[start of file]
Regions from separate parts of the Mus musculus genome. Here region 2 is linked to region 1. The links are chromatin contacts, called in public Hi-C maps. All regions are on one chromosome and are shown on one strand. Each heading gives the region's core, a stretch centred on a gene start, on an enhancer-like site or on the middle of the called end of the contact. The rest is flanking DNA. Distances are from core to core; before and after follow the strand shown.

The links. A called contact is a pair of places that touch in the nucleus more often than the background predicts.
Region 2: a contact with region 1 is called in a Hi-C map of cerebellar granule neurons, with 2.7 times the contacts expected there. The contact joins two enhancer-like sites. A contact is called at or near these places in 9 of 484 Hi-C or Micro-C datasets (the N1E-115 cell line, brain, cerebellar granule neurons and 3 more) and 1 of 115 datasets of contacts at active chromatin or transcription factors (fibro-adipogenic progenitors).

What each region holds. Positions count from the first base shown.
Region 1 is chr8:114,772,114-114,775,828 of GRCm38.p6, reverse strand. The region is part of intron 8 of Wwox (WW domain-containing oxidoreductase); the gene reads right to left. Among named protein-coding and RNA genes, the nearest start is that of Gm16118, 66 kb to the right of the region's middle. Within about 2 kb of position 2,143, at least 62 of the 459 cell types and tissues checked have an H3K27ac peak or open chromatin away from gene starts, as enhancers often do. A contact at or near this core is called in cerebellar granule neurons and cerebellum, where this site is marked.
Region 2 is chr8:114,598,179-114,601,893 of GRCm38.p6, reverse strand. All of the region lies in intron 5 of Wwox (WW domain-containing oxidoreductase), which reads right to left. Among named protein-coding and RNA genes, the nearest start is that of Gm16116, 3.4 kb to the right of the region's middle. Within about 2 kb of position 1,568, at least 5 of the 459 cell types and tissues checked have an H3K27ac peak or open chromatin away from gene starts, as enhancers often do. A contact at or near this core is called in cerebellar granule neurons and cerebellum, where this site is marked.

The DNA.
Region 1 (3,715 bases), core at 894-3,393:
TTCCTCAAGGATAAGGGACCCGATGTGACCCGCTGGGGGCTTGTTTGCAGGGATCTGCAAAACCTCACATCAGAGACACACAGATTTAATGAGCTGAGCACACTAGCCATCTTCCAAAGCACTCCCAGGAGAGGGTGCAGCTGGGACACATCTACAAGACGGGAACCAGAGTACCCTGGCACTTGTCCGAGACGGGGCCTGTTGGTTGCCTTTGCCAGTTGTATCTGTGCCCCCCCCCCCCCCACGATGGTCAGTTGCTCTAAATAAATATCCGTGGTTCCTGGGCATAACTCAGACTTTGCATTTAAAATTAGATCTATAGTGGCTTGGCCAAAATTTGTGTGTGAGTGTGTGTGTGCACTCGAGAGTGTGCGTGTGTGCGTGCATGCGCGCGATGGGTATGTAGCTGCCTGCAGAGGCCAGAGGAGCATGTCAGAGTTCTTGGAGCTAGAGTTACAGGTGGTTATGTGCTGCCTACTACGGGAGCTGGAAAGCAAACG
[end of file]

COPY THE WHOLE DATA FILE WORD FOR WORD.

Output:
Regions from separate parts of the Mus musculus genome. Here region 2 is linked to region 1. The links are chromatin contacts, called in public Hi-C maps. All regions are on one chromosome and are shown on one strand. Each heading gives the region's core, a stretch centred on a gene start, on an enhancer-like site or on the middle of the called end of the contact. The rest is flanking DNA. Distances are from core to core; before and after follow the strand shown.

The links. A called contact is a pair of places that touch in the nucleus more often than the background predicts.
Region 2: a contact with region 1 is called in a Hi-C map of cerebellar granule neurons, with 2.7 times the contacts expected there. The contact joins two enhancer-like sites. A contact is called at or near these places in 9 of 484 Hi-C or Micro-C datasets (the N1E-115 cell line, brain, cerebellar granule neurons and 3 more) and 1 of 115 datasets of contacts at active chromatin or transcription factors (fibro-adipogenic progenitors).

What each region holds. Positions count from the first base shown.
Region 1 is chr8:114,772,114-114,775,828 of GRCm38.p6, reverse strand. The region is part of intron 8 of Wwox (WW domain-containing oxidoreductase); the gene reads right to left. Among named protein-coding and RNA genes, the nearest start is that of Gm16118, 66 kb to the right of the region's middle. Within about 2 kb of position 2,143, at least 62 of the 459 cell types and tissues checked have an H3K27ac peak or open chromatin away from gene starts, as enhancers often do. A contact at or near this core is called in cerebellar granule neurons and cerebellum, where this site is marked.
Region 2 is chr8:114,598,179-114,601,893 of GRCm38.p6, reverse strand. All of the region lies in intron 5 of Wwox (WW domain-containing oxidoreductase), which reads right to left. Among named protein-coding and RNA genes, the nearest start is that of Gm16116, 3.4 kb to the right of the region's middle. Within about 2 kb of position 1,568, at least 5 of the 459 cell types and tissues checked have an H3K27ac peak or open chromatin away from gene starts, as enhancers often do. A contact at or near this core is called in cerebellar granule neurons and cerebellum, where this site is marked.

The DNA.
Region 1 (3,715 bases), core at 894-3,393:
TTCCTCAAGGATAAGGGACCCGATGTGACCCGCTGGGGGCTTGTTTGCAGGGATCTGCAAAACCTCACATCAGAGACACACAGATTTAATGAGCTGAGCACACTAGCCATCTTCCAAAGCACTCCCAGGAGAGGGTGCAGCTGGGACACATCTACAAGACGGGAACCAGAGTACCCTGGCACTTGTCCGAGACGGGGCCTGTTGGTTGCCTTTGCCAGTTGTATCTGTGCCCCCCCCCCCCCCACGATGGTCAGTTGCTCTAAATAAATATCCGTGGTTCCTGGGCATAACTCAGACTTTGCATTTAAAATTAGATCTATAGTGGCTTGGCCAAAATTTGTGTGTGAGTGTGTGTGTGCACTCGAGAGTGTGCGTGTGTGCGTGCATGCGCGCGATGGGTATGTAGCTGCCTGCAGAGGCCAGAGGAGCATGTCAGAGTTCTTGGAGCTAGAGTTACAGGTGGTTATGTGCTGCCTACTACGGGAGCTGGAAAGCAAACG